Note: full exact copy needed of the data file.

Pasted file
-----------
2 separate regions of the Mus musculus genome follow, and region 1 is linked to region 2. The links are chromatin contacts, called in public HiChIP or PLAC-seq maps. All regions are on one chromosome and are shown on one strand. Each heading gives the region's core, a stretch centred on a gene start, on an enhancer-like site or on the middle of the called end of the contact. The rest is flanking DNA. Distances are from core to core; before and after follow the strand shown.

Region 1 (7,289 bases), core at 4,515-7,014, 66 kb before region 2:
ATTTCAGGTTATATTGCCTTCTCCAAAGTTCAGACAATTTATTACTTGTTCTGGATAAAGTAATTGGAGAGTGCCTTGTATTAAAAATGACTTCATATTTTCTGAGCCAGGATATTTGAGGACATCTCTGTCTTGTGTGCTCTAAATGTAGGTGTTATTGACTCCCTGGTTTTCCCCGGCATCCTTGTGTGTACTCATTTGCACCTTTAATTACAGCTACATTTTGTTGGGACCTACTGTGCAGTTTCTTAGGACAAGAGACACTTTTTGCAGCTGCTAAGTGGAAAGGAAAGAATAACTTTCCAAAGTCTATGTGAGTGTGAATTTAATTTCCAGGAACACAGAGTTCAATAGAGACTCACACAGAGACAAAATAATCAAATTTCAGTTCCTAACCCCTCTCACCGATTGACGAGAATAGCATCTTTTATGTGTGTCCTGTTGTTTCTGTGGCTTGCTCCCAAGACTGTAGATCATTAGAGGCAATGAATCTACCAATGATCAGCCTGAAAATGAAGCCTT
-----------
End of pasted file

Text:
2 separate regions of the Mus musculus genome follow, and region 1 is linked to region 2. The links are chromatin contacts, called in public HiChIP or PLAC-seq maps. All regions are on one chromosome and are shown on one strand. Each heading gives the region's core, a stretch centred on a gene start, on an enhancer-like site or on the middle of the called end of the contact. The rest is flanking DNA. Distances are from core to core; before and after follow the strand shown.

Region 1 (7,289 bases), core at 4,515-7,014, 66 kb before region 2:
ATTTCAGGTTATATTGCCTTCTCCAAAGTTCAGACAATTTATTACTTGTTCTGGATAAAGTAATTGGAGAGTGCCTTGTATTAAAAATGACTTCATATTTTCTGAGCCAGGATATTTGAGGACATCTCTGTCTTGTGTGCTCTAAATGTAGGTGTTATTGACTCCCTGGTTTTCCCCGGCATCCTTGTGTGTACTCATTTGCACCTTTAATTACAGCTACATTTTGTTGGGACCTACTGTGCAGTTTCTTAGGACAAGAGACACTTTTTGCAGCTGCTAAGTGGAAAGGAAAGAATAACTTTCCAAAGTCTATGTGAGTGTGAATTTAATTTCCAGGAACACAGAGTTCAATAGAGACTCACACAGAGACAAAATAATCAAATTTCAGTTCCTAACCCCTCTCACCGATTGACGAGAATAGCATCTTTTATGTGTGTCCTGTTGTTTCTGTGGCTTGCTCCCAAGACTGTAGATCATTAGAGGCAATGAATCTACCAATGATCAGCCTGAAAATGAAGCCTT